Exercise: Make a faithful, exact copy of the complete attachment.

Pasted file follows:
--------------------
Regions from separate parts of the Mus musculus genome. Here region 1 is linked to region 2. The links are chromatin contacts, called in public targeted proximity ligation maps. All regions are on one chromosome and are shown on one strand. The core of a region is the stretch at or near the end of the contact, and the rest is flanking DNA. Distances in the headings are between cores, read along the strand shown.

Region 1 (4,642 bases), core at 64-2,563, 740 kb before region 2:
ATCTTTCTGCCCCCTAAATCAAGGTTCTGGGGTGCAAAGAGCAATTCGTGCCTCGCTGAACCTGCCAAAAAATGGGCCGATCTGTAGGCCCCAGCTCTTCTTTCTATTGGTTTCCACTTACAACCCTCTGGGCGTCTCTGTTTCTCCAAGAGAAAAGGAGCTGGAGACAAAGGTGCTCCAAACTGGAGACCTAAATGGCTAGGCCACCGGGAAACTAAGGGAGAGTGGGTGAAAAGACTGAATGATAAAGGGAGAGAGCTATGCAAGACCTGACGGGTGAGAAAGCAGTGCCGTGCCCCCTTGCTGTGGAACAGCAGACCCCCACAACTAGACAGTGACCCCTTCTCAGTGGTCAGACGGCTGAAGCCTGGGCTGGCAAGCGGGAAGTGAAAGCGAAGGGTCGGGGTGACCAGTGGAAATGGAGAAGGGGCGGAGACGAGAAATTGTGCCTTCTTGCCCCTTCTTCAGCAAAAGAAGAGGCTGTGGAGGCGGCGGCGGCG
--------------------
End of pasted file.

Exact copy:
Regions from separate parts of the Mus musculus genome. Here region 1 is linked to region 2. The links are chromatin contacts, called in public targeted proximity ligation maps. All regions are on one chromosome and are shown on one strand. The core of a region is the stretch at or near the end of the contact, and the rest is flanking DNA. Distances in the headings are between cores, read along the strand shown.

Region 1 (4,642 bases), core at 64-2,563, 740 kb before region 2:
ATCTTTCTGCCCCCTAAATCAAGGTTCTGGGGTGCAAAGAGCAATTCGTGCCTCGCTGAACCTGCCAAAAAATGGGCCGATCTGTAGGCCCCAGCTCTTCTTTCTATTGGTTTCCACTTACAACCCTCTGGGCGTCTCTGTTTCTCCAAGAGAAAAGGAGCTGGAGACAAAGGTGCTCCAAACTGGAGACCTAAATGGCTAGGCCACCGGGAAACTAAGGGAGAGTGGGTGAAAAGACTGAATGATAAAGGGAGAGAGCTATGCAAGACCTGACGGGTGAGAAAGCAGTGCCGTGCCCCCTTGCTGTGGAACAGCAGACCCCCACAACTAGACAGTGACCCCTTCTCAGTGGTCAGACGGCTGAAGCCTGGGCTGGCAAGCGGGAAGTGAAAGCGAAGGGTCGGGGTGACCAGTGGAAATGGAGAAGGGGCGGAGACGAGAAATTGTGCCTTCTTGCCCCTTCTTCAGCAAAAGAAGAGGCTGTGGAGGCGGCGGCGGCG